We're Down to the Last Name on the List of Hurricane Names

Then it's on to the Greek alphabet
By Kate Seamons,  Newser Staff
Posted Sep 16, 2020 10:20 AM CDT
We Only Have One Name Left to Use for 2020 Hurricanes
This GOES-16 GeoColor satellite image taken Tuesday at 3pm ET shows Hurricane Sally moving slowly toward the coast from the Gulf of Mexico.   (NOAA via AP)

The World Meteorological Organization approved a list of 21 Atlantic storm names for the 2020 season. AccuWeather reports there are, on average, 12 named storms in a full season, but at this point, there's only one of the 21 that has gone unused. That would be Wilfred, reports USA Today, which notes there are currently four named systems at play: Paulette, Sally, Teddy, and Vicky. But the National Hurricane Center was as of Tuesday also tracking three potential weather systems. If one of those becomes Wilfred, we'll then switch to a new alphabet: the Greek one. It wouldn't be unprecedented. In 2005 we ended up using six Greek names: Alpha, Beta, Gamma, Delta, Epsilon, and Zeta. We'd use them in that order again; there are 24 in total on that list.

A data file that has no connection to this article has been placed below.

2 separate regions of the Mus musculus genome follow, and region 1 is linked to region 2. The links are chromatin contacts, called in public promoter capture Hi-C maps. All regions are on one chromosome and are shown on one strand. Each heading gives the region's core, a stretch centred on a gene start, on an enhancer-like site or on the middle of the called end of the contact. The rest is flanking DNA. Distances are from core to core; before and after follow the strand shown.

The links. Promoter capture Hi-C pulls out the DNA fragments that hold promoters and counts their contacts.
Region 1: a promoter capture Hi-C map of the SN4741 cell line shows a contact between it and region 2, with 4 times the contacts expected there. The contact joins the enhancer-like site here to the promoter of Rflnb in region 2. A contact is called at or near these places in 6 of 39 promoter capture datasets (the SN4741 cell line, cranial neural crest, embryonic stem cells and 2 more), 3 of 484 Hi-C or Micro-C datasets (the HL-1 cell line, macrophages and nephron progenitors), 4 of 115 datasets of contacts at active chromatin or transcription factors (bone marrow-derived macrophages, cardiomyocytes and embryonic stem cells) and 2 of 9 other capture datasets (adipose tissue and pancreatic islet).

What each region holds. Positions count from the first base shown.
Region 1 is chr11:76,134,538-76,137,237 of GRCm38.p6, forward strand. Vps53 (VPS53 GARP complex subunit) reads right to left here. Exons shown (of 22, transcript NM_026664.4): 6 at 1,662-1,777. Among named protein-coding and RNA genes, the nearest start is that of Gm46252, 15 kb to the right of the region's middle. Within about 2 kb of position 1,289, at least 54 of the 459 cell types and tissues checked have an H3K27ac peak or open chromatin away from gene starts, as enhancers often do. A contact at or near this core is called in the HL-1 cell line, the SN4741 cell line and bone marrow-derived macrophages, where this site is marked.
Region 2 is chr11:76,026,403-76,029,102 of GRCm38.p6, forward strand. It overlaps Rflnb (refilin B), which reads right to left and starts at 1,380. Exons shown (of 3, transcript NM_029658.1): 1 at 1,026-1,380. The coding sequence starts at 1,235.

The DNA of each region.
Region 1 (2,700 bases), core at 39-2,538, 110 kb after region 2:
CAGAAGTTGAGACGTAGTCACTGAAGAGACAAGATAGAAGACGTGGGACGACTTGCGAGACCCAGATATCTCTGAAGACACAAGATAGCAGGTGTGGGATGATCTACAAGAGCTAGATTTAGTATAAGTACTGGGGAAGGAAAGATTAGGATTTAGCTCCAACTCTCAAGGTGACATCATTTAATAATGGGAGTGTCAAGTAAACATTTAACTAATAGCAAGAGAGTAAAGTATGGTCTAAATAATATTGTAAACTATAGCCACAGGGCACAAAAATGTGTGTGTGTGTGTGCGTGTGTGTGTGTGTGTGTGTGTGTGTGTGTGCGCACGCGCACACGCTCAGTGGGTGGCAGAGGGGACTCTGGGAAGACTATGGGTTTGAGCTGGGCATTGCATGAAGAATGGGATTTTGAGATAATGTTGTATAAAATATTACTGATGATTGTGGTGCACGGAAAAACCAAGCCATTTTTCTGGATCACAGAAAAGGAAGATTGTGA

But as the Washington Post explains, some meteorologists aren't fans of this approach. That's because we use six rotating sets of names, and when named storms end up being particularly deadly or damaging, their names are retired. Katrina and Sandy, for instance, are off the lists, with Katia and Sara being subbed in. There aren't replacements for the Greek alphabet, though, and some say it would be weird to skip a letter. The WMO's solution: If a major storm designated by a Greek letter is retirement-worthy, it will be included in the official list of retired storms, along with its year, but the letter will still be available for future use. One other proposal on the table: introducing a seventh list of names to be used as "extras." As for why there are 21 names on the six rotating lists and not 26, AccuWeather explains Q, U, X, Y, and Z aren't used due to the slim number of names that begin with those letters. (Read more hurricane stories.)

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